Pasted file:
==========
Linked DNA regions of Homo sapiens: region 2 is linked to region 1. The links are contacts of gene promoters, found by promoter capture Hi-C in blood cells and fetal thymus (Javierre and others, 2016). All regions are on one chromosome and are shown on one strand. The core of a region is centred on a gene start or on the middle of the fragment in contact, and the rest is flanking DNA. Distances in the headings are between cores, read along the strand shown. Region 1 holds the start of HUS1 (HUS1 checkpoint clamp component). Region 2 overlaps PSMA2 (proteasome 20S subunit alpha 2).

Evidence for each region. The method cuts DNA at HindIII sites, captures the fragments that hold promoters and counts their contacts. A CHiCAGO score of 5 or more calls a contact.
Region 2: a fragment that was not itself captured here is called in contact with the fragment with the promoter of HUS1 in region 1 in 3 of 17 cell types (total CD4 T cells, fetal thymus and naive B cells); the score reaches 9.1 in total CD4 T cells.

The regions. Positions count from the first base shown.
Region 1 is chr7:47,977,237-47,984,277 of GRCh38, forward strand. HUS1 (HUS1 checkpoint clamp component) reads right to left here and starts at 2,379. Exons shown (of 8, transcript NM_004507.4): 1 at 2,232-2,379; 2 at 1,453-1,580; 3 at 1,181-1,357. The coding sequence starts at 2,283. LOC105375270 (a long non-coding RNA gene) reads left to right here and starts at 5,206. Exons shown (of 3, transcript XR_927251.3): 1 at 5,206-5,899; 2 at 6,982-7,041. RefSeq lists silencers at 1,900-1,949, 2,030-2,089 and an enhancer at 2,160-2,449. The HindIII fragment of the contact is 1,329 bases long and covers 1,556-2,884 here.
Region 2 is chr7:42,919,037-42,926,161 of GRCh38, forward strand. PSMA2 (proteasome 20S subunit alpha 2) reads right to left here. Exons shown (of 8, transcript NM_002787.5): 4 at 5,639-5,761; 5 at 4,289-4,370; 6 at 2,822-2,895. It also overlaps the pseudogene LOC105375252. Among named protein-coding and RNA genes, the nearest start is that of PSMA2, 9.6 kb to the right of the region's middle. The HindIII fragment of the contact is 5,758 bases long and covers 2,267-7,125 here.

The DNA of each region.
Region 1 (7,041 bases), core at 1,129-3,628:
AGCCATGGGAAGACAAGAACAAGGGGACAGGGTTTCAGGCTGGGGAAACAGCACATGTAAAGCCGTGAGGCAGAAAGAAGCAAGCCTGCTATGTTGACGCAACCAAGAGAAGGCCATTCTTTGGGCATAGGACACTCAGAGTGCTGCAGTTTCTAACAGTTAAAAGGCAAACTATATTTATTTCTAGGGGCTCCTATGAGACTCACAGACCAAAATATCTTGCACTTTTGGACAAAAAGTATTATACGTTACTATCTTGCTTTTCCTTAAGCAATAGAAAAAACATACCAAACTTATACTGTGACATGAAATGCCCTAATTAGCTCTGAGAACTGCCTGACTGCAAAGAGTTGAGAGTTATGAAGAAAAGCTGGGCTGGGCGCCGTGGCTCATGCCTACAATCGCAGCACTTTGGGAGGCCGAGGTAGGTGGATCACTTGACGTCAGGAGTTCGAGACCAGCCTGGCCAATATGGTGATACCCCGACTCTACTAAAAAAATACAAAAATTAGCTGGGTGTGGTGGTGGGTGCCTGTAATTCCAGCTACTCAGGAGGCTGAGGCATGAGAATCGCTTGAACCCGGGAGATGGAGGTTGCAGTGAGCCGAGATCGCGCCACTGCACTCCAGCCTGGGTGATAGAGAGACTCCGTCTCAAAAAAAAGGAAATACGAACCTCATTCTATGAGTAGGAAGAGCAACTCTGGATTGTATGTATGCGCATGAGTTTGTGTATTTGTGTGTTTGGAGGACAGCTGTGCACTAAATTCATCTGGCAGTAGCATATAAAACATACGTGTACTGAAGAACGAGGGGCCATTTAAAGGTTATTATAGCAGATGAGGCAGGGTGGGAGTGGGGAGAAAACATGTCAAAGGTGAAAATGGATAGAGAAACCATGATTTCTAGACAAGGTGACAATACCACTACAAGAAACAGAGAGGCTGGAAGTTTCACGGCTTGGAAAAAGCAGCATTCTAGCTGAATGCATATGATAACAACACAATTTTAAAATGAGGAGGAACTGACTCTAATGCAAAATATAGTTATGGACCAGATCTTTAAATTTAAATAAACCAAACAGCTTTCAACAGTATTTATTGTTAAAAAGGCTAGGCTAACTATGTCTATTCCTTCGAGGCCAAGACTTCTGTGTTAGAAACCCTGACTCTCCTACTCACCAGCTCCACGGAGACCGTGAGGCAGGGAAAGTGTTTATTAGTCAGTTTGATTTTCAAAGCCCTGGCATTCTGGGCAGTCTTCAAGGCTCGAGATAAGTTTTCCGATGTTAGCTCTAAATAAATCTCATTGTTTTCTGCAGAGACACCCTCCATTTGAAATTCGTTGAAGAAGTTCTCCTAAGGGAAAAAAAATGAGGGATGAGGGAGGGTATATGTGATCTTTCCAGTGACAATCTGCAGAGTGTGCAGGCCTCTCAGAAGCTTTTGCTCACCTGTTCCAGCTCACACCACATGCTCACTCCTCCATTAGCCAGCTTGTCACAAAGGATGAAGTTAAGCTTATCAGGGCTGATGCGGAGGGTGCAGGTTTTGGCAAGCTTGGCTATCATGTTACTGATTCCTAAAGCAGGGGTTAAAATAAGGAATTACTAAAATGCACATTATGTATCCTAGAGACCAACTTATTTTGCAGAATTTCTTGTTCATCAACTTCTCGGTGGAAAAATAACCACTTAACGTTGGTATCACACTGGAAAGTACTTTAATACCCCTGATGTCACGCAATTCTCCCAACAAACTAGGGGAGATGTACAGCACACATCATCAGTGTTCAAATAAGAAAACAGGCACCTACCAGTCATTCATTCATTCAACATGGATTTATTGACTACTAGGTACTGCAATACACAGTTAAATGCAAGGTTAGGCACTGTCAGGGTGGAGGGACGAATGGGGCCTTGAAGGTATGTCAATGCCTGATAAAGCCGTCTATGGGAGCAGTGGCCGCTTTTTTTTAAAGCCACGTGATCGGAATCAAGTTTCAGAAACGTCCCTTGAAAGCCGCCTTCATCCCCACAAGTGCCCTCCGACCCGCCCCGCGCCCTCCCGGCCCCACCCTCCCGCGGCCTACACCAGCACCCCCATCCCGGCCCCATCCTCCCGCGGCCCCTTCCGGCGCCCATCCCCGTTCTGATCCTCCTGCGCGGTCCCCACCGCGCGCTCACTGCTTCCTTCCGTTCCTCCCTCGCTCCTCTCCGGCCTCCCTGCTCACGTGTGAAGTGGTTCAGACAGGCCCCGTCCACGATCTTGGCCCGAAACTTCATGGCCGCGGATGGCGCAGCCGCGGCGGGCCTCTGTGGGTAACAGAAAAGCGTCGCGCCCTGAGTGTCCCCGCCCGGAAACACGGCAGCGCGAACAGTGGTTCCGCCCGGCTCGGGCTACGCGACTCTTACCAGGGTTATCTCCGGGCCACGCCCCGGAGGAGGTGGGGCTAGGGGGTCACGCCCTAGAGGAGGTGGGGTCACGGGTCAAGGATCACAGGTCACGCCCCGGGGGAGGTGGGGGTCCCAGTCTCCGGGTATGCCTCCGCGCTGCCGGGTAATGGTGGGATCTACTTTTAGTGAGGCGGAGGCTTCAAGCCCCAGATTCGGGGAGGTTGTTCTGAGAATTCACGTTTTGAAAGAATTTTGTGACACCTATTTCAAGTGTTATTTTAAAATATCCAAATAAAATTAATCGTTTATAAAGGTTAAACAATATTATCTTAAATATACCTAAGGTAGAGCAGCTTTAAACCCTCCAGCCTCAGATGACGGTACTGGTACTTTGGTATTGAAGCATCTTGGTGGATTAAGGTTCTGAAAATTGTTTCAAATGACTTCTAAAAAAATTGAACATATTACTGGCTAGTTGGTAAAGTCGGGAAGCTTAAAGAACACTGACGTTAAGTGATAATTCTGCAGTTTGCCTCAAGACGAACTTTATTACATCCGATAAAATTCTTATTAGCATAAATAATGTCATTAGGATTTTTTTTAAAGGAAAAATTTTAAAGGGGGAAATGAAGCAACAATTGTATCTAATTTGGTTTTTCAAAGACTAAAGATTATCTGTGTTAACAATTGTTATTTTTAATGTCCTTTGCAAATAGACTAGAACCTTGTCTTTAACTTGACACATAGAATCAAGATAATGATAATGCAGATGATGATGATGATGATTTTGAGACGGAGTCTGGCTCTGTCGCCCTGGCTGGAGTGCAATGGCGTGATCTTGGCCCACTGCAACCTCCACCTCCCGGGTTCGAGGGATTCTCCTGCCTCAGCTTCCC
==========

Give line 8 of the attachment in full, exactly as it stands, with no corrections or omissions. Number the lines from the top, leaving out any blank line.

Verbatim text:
Region 1 (7,041 bases), core at 1,129-3,628: